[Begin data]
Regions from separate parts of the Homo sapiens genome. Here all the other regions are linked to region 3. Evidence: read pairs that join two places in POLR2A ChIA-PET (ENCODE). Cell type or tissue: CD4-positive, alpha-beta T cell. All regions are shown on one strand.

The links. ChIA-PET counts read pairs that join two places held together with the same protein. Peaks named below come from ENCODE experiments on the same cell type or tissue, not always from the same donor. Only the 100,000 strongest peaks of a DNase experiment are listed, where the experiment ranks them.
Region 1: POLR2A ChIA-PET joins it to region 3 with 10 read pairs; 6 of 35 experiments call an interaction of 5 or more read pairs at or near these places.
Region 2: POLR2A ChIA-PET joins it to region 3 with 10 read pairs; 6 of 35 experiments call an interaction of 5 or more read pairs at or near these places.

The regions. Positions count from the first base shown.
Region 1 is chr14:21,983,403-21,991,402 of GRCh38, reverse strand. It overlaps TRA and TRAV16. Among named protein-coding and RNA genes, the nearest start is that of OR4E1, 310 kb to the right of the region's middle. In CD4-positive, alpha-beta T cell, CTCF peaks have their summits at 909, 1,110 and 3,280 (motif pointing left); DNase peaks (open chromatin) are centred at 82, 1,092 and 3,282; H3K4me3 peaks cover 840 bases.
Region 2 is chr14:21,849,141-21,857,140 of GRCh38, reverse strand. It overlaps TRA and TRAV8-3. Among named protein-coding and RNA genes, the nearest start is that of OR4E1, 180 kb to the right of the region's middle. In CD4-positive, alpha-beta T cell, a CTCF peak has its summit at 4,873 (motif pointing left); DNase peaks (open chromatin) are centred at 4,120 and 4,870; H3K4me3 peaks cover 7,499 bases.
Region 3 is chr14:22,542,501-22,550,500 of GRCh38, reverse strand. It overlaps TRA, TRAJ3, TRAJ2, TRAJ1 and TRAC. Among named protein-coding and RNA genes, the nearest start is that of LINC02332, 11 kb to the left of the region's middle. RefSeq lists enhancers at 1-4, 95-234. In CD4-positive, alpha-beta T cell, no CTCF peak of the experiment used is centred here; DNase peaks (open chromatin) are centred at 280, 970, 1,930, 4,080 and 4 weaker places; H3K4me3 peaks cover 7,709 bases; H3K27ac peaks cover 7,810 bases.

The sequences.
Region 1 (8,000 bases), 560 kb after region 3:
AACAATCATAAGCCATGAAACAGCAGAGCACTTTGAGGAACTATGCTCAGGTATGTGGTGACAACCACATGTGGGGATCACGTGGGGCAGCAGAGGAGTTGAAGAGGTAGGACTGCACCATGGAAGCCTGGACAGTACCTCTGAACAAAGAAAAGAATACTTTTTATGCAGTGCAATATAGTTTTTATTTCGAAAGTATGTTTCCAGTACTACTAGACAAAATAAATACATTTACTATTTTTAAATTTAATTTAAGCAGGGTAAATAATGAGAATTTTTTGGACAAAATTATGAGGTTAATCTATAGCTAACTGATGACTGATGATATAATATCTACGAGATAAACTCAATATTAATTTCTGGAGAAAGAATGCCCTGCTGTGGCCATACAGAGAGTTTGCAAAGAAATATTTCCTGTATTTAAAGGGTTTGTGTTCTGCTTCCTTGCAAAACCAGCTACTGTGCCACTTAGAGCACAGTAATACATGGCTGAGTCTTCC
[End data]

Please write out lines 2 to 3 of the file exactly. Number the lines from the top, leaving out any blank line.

The links. ChIA-PET counts read pairs that join two places held together with the same protein. Peaks named below come from ENCODE experiments on the same cell type or tissue, not always from the same donor. Only the 100,000 strongest peaks of a DNase experiment are listed, where the experiment ranks them.
Region 1: POLR2A ChIA-PET joins it to region 3 with 10 read pairs; 6 of 35 experiments call an interaction of 5 or more read pairs at or near these places.